Thank you for subscribing to newsletters from
We think these reports might interest you:

  • Sponsored by Brocade

    Best of 2016 Federal Forum eBook

    Earlier this summer, Federal and tech industry leaders convened to talk security, machine learning, network modernization, DevOps, and much more at the 2016 Federal Forum. This eBook includes a useful summary highlighting the best content shared at the 2016 Federal Forum to help agencies modernize their network infrastructure.

  • Sponsored by CDW-G

    GBC Flash Poll Series: Merger & Acquisitions

    Download this GBC Flash Poll to learn more about federal perspectives on the impact of industry consolidation.

  • Sponsored by One Identity

    One Nation Under Guard: Securing User Identities Across State and Local Government

    In 2016, the government can expect even more sophisticated threats on the horizon, making it all the more imperative that agencies enforce proper identity and access management (IAM) practices. In order to better measure the current state of IAM at the state and local level, Government Business Council (GBC) conducted an in-depth research study of state and local employees.

  • Sponsored by Aquilent

    The Next Federal Evolution of Cloud

    This GBC report explains the evolution of cloud computing in federal government, and provides an outlook for the future of the cloud in government IT.

  • Sponsored by Aquilent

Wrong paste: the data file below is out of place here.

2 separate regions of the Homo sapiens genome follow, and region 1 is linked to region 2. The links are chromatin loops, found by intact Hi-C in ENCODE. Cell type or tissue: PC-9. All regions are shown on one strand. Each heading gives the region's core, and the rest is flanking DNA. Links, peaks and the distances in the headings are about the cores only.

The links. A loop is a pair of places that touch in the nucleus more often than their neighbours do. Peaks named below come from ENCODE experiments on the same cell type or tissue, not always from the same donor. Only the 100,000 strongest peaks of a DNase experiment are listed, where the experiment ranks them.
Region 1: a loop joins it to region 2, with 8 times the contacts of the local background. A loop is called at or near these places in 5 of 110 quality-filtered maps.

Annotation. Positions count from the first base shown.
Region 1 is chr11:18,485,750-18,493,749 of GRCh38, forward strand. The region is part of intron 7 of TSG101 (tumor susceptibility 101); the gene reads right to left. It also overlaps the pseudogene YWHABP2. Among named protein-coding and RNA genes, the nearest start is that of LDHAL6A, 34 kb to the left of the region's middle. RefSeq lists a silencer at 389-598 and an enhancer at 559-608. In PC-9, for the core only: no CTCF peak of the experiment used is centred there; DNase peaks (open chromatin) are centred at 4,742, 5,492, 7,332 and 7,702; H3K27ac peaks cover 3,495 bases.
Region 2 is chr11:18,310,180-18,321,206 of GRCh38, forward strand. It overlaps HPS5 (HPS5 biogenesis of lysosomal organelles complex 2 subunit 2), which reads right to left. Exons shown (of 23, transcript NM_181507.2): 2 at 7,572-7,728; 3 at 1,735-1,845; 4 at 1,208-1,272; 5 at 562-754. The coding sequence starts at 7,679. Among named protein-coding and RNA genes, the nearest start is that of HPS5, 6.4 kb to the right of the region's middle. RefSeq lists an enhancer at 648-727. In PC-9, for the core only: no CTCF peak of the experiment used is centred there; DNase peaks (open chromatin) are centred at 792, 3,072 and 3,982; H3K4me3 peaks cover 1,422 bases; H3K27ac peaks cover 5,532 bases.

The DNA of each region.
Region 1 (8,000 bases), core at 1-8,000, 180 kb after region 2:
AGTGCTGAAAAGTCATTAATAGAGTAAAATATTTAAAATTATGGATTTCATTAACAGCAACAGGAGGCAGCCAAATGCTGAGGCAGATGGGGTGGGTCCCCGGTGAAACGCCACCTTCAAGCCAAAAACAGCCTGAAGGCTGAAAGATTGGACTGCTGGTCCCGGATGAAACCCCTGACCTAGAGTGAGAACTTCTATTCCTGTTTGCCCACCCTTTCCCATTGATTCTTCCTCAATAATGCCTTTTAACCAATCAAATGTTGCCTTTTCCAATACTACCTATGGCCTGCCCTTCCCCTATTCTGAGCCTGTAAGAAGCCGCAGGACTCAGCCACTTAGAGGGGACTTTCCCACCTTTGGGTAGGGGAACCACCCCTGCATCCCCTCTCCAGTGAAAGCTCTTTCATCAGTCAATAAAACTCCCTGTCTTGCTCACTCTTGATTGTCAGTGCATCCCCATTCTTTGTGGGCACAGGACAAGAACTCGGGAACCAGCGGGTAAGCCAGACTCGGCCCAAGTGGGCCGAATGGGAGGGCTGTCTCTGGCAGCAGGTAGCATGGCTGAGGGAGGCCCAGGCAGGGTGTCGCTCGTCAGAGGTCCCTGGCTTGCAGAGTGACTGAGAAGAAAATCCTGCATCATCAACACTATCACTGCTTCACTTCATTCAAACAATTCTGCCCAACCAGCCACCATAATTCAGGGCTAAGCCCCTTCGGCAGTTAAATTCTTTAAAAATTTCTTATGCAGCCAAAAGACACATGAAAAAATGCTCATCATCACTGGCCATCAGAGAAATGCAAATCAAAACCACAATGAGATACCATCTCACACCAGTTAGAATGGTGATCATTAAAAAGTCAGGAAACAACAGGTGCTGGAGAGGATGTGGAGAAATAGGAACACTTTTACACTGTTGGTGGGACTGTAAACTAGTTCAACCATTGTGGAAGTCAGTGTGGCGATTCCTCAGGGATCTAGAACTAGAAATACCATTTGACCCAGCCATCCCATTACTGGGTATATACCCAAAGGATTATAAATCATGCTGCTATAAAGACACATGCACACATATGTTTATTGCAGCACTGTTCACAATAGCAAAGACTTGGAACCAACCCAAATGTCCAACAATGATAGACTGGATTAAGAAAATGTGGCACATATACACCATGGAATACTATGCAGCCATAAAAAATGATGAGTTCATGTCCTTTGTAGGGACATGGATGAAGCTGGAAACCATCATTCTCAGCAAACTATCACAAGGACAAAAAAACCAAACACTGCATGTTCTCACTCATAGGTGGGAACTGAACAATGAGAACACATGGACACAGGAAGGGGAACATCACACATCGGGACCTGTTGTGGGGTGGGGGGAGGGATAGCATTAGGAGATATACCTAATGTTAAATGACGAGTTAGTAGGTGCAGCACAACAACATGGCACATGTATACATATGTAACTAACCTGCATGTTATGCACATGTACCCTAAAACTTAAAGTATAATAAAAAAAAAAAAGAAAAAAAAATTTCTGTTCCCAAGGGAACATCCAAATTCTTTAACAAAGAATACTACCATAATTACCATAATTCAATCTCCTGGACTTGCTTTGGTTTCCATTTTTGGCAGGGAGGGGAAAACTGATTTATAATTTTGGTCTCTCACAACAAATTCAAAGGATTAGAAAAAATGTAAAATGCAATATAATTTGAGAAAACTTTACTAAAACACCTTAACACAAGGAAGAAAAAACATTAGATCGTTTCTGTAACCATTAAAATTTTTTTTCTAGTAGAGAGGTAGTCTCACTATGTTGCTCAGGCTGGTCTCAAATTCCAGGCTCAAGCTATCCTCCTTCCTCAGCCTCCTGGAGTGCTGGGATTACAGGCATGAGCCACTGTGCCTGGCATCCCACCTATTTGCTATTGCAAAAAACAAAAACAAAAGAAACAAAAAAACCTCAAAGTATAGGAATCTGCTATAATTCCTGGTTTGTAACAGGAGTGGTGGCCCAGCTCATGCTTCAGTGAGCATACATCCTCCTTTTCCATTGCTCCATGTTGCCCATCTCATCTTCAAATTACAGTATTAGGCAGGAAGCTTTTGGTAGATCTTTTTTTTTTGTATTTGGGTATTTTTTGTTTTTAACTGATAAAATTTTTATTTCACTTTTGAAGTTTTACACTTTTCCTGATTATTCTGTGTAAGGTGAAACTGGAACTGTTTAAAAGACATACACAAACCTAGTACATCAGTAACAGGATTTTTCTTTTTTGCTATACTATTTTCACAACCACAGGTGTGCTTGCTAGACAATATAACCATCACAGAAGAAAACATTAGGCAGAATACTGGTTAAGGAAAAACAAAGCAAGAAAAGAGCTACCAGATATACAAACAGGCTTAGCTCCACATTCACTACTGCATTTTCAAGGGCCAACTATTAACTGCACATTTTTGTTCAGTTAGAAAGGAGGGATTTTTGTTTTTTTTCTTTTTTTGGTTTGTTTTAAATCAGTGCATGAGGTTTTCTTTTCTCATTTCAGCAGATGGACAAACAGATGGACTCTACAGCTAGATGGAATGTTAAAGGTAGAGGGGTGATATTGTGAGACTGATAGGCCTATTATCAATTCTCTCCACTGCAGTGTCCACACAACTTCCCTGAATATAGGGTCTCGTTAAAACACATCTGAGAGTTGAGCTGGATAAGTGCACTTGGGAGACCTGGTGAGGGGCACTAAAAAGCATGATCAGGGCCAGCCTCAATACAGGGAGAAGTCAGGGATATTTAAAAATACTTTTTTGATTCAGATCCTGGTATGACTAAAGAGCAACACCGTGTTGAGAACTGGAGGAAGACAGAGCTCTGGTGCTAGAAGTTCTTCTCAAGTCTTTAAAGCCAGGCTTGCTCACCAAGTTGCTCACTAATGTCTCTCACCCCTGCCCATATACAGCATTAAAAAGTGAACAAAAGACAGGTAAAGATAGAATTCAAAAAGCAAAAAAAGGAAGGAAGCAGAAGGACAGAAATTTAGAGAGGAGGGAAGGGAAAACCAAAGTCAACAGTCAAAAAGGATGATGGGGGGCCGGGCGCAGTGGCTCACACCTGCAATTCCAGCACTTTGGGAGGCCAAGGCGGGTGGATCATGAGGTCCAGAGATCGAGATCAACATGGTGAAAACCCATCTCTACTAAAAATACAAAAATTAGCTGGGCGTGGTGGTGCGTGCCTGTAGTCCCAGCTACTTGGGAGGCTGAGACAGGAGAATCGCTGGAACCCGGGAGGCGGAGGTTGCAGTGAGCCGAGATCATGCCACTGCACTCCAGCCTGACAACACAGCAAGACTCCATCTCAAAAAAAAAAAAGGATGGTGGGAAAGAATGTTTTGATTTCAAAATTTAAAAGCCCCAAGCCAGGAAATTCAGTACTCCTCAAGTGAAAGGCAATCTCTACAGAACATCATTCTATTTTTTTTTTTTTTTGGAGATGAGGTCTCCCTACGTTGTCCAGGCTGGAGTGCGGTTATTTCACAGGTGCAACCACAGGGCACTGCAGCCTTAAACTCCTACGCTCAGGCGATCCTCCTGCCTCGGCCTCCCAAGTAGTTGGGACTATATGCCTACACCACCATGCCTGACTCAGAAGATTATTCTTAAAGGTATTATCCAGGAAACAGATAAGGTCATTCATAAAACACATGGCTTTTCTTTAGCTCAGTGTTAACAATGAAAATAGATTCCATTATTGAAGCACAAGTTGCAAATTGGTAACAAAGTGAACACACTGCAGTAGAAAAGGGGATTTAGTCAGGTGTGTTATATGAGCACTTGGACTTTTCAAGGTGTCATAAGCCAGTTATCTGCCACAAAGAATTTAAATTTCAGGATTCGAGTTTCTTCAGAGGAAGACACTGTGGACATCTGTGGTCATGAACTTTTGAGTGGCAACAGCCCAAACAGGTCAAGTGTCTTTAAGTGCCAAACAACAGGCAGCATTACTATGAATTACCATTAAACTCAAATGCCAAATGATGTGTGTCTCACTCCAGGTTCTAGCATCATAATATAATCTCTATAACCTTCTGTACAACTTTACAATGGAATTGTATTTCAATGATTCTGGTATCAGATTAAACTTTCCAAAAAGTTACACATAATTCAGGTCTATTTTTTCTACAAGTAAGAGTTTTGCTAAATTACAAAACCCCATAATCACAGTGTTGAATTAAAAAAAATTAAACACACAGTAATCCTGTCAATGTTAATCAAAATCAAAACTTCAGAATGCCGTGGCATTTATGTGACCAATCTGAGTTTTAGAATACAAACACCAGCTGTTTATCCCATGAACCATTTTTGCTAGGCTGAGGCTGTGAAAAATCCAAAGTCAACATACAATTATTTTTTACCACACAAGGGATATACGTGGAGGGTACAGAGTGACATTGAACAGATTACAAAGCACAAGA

A DevOps Roadmap for the Federal Government

    This GBC Report discusses how DevOps is steadily gaining traction among some of government's leading IT developers and agencies.

  • Sponsored by LTC Partners, administrators of the Federal Long Term Care Insurance Program

    Approaching the Brink of Federal Retirement

    Approximately 10,000 baby boomers are reaching retirement age per day, and a growing number of federal employees are preparing themselves for the next chapter of their lives. Learn how to tackle the challenges that today's workforce faces in laying the groundwork for a smooth and secure retirement.

  • Sponsored by Hewlett Packard Enterprise

    Cyber Defense 101: Arming the Next Generation of Government Employees

    Read this issue brief to learn about the sector's most potent challenges in the new cyber landscape and how government organizations are building a robust, threat-aware infrastructure

  • Sponsored by Aquilent

    GBC Issue Brief: Cultivating Digital Services in the Federal Landscape

    Read this GBC issue brief to learn more about the current state of digital services in the government, and how key players are pushing enhancements towards a user-centric approach.

  • Sponsored by CDW-G

    Joint Enterprise Licensing Agreements

    Read this eBook to learn how defense agencies can achieve savings and efficiencies with an Enterprise Software Agreement.

  • Sponsored by Cloudera

    Government Forum Content Library

    Get all the essential resources needed for effective technology strategies in the federal landscape.


When you download a report, your information may be shared with the underwriters of that document.